Reaching for Diversity
The desk in Cheryl Nuñez's office is a sea of manila folders broken by flecks of reddish-brown where the sunlight from the tall, lone window strikes the wood surface. Another group of folders peers out of a black bag underneath the desk surround. Still more protrude from the side pocket of Nuñez's purse. And then there are the file drawers—reams of research underscoring the seriousness of the task at hand.
A petite woman who emanates a focused intellectual energy, Nuñez came to campus last May as Xavier's first vice-provost for diversity. Her charge is to help pave the school's path to a more inclusive future. To do that, she's set to work building bridges and overseeing the creation of a diversity plan that will ultimately impact all aspects of the University. She spends her days mining others' experiences and burrowing her way through historical documents, reaching for the roots of the existing perspectives, resources and attitudes that lie at the University's core. And with 175 years of Xavier history to examine—most of it dedicated to educating white males—there's much to digest.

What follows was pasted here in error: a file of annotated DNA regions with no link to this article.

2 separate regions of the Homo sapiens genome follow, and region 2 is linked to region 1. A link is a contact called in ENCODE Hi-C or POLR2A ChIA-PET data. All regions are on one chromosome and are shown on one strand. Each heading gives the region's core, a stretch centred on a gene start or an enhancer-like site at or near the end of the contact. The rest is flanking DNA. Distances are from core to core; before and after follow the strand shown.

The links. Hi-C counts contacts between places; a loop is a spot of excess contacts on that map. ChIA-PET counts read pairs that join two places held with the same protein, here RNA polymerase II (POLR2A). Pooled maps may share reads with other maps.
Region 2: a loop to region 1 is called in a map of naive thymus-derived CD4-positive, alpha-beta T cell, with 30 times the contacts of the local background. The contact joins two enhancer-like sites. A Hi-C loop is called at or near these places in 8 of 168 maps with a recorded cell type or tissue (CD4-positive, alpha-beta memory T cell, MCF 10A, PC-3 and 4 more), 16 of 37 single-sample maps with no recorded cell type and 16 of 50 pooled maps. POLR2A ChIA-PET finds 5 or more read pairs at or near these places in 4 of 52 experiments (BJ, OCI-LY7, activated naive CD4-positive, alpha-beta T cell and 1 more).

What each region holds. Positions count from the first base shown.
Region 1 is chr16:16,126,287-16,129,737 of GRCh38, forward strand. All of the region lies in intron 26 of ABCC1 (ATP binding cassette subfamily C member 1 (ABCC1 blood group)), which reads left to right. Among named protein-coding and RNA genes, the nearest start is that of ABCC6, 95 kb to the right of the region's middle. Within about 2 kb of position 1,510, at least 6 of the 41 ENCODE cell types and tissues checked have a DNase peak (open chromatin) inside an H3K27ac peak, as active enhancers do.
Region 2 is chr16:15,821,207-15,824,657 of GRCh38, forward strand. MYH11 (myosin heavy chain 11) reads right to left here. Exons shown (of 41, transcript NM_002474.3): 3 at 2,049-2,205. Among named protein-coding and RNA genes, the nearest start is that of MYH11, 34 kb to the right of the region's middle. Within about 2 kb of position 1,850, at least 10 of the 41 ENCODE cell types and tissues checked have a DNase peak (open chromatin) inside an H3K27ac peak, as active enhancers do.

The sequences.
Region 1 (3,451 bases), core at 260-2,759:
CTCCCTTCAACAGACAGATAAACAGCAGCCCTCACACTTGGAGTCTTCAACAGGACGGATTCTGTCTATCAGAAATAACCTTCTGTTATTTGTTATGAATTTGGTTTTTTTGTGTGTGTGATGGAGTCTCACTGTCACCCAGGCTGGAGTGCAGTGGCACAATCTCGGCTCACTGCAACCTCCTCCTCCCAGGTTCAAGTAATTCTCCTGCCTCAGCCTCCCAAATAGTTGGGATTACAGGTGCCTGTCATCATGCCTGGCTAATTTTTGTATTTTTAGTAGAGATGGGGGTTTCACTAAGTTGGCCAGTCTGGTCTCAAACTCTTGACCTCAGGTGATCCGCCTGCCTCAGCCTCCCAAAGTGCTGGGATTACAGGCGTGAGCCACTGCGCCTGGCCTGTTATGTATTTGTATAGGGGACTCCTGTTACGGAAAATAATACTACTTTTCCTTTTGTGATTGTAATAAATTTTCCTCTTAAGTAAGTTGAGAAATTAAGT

What's more, the very nature of diversity makes it impossible to concretely state tomorrow's goals today. "The idea of a quest for diversity suggests that it's a product we're seeking, or an outcome," Nuñez says. "In fact, it's a process as well. And it is in many ways in the process that its value really lies."
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